Home > Take Me with You(11)

Take Me with You(11)
Catherine Ryan Hyde

He and Wes were standing in the tiny office. The place where you meet with the garage owner at the end of the repair, usually so you can settle up your bill. Usually not so you can exchange information for the purpose of returning his children at the end of the summer.

August glanced over his shoulder through the wide-open office door. Seth was belted into the passenger seat of the rig, and Henry was standing up between the seats, one hand stretched out to each. They both stared at the adults through the windshield. Their elation seemed to have worn off quickly, revealing the miscellaneous uncertainties beneath.

“Thanks,” Wes said. “And I looked up the number of the county jail and wrote it down. I gave it to Seth. And I gave him some money so they can call from a pay phone. I can get calls up to three times a week. Monday, Wednesday, and Friday. Just inside certain hours. I wrote down the hours.”

“You can receive calls? I didn’t think inmates could receive calls.”

Wes seemed to wince at the word “inmates.” “Rule is, only in an emergency or by special permission. I got permission on account of I’m the sole provider for these two kids, and I knew they’d be in no position to come visit. Either way.”

“Oh,” August said. “Okay. Seth can call from my cell phone. I’ve got minutes coming out of my ears.”

“Good. Thanks.”

August watched the mechanic carefully. Watched his eyes, his mood, his reactions. Because he wanted to see how a man felt as he sent his kids off to spend the summer with a relative stranger. But Wes either felt very little emotion or, more likely, didn’t like to give his feelings away.

“It’s no problem. It costs me nothing. We’ll call three times a week.”

“Yeah. That would be good. That would help a lot. Help them and me both. Hey, hope you don’t mind, I wrote down your license number, and I thought you could put your full name and address on this paper. It’s just that . . . if the authorities ask me where I put my kids . . . you know . . . sounds kind of bad if I don’t specifically know. I mean, what do I say? ‘Well, they drove off with some guy, but he seemed okay and he said he’d bring ’em back later.’ I mean, I can’t just tell people I gave my kids to this guy I don’t even know.”

The mechanic’s own words twisted his face into a wry smile, and he ended on a snort that was almost laughter. Sardonic laughter. Then his face changed suddenly. His eyes went wide, and he lowered himself into his desk chair. He brought one of his hands to his chest as though he was having trouble breathing.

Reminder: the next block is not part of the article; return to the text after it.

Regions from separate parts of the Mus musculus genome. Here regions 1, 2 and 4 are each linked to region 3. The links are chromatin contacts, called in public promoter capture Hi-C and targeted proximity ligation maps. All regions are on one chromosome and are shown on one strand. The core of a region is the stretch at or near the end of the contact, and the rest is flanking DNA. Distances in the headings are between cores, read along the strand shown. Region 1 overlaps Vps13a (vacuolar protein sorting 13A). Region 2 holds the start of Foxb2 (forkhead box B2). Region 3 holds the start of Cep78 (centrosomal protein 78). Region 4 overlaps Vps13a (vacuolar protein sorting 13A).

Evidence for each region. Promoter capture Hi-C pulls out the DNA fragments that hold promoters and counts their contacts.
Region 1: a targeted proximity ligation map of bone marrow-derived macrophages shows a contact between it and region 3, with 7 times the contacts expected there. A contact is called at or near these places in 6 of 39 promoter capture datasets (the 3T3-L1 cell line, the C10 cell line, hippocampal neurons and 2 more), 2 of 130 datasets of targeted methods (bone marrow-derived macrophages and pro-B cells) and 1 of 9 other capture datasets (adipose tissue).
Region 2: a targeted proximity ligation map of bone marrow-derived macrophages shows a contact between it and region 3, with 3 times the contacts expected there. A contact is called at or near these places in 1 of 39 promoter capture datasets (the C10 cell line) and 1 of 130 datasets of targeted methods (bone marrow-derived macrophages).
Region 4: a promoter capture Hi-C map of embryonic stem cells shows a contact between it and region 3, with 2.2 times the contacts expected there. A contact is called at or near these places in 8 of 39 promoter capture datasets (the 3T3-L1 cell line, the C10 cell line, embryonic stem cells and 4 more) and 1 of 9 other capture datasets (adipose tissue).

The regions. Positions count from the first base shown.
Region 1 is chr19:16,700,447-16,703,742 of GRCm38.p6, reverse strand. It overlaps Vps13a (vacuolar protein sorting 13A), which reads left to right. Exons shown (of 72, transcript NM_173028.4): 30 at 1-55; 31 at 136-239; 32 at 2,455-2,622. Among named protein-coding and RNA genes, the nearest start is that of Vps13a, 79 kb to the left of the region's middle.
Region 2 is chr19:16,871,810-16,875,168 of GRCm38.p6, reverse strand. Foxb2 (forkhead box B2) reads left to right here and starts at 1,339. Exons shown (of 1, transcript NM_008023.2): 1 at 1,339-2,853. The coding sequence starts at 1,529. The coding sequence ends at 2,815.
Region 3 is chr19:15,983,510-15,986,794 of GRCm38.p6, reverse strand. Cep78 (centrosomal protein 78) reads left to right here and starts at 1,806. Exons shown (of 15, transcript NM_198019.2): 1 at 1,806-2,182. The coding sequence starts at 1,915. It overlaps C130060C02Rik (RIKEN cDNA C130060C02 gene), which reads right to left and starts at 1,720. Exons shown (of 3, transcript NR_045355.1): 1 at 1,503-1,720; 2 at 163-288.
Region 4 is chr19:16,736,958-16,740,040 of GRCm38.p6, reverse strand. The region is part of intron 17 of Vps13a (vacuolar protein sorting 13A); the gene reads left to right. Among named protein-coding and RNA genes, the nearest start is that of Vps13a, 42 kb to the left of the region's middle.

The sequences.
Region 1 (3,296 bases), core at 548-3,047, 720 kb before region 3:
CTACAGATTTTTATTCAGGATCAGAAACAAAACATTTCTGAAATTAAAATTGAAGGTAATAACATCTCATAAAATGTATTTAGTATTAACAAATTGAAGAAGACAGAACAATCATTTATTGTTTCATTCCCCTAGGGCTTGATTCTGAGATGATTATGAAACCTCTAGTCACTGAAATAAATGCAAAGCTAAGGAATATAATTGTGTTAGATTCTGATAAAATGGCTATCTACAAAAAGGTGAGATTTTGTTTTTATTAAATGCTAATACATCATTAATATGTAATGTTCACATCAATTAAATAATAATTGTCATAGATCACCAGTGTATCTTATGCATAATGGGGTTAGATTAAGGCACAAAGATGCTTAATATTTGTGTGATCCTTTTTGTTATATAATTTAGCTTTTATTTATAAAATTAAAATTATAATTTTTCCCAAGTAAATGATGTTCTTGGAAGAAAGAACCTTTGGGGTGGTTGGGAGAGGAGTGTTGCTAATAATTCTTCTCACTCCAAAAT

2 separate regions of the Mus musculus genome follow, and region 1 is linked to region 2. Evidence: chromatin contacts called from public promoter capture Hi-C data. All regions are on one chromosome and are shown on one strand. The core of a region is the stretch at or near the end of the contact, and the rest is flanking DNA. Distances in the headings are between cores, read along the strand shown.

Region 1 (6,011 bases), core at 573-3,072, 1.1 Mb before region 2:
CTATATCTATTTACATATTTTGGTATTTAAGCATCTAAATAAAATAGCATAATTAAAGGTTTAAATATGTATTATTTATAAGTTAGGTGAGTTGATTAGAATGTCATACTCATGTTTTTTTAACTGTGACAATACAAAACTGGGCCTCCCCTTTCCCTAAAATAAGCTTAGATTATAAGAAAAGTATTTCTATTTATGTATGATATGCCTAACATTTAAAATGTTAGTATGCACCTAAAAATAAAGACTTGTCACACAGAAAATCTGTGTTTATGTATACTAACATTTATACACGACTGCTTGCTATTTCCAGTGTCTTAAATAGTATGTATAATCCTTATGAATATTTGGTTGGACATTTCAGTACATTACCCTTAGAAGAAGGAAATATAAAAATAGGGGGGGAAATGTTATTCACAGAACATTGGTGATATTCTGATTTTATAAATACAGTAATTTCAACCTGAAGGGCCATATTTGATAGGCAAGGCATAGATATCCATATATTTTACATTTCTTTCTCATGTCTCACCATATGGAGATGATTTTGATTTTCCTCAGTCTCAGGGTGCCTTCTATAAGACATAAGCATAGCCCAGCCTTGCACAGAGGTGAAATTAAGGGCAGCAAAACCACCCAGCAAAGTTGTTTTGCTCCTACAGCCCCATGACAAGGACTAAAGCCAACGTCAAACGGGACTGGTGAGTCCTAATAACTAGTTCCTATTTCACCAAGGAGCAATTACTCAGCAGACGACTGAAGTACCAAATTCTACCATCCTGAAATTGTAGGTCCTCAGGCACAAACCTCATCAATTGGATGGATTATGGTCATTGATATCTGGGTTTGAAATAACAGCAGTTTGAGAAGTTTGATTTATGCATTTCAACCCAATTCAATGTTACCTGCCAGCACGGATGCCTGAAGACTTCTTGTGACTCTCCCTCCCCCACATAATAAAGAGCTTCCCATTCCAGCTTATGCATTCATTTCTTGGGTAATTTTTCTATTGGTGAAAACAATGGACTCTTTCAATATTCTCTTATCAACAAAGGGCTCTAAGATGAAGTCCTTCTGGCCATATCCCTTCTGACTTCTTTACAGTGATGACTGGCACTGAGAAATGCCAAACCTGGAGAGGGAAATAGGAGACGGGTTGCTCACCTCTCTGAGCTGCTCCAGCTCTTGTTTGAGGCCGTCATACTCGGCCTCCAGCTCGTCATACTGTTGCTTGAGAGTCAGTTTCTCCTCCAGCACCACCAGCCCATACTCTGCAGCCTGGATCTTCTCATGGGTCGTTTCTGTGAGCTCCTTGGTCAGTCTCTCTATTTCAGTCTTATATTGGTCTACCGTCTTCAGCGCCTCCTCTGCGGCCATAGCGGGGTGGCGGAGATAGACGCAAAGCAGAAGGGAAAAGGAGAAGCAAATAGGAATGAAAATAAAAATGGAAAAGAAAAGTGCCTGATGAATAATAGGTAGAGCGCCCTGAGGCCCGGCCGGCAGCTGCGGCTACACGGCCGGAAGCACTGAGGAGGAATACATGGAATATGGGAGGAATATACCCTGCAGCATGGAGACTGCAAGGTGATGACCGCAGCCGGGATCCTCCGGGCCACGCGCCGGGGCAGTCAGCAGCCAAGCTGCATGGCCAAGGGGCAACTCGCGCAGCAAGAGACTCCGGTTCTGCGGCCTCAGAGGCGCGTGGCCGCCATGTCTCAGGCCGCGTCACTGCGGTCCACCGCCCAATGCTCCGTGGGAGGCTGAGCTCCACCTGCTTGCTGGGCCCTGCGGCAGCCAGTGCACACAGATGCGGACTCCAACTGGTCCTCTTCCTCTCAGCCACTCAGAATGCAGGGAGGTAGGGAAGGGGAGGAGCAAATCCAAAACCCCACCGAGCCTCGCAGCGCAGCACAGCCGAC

“Hey,” August said. “Wes. You all right?”

At first Wes just looked up at him, eyes still showing whites all around. Looking but clearly not seeing. Then he said, “Is that what I’m doing? My God. That’s what I’m doing, isn’t it? I’m giving my kids to this guy I don’t even know.”

August leaned over the desk and grabbed Wes hard by both shoulders. “Look at me,” he said. It didn’t take at first, so he tried again. “Wes. Look at me.” This time Wes’s panicked eyes met his own. “I’m going to take good care of those boys. And we’re going to call you three times a week. They’re going to see some amazing things. Places they never knew existed. And I’ll bring them back in September. And if you ever want to know how they are, I’m on the other end of my cell phone.”

“I’d have to call collect.”

“Go ahead if you need to. If it feels important.”

“Let me give you some money for their food.”

Wes pulled out his wallet and removed every bill it contained. August accepted the money without looking or counting and without comment.

“Thanks. Seriously. Thanks, August. I mean it. I knew you were okay. I knew I didn’t make a mistake with you. I don’t know why I lost track of that for a minute. I just . . .”

“Love those boys?”

Wes began to cry. Not openly, like sobbing. It was silent, and he obviously tried to resist it. But August clearly saw the tears well up and spill over.

“They’re my whole life,” he said, swiping hard at his eyes with the back of one hand. “My whole world. You know?”

“I know,” August said.

“Mind if I go in the rig alone and say good-bye?”

“Go ahead.”

In fact, August didn’t even watch them through the windshield. He considered the moment entirely theirs and let them have it.

“Was my dad okay?” Seth asked as they pulled out onto the road that would take them back to the highway.

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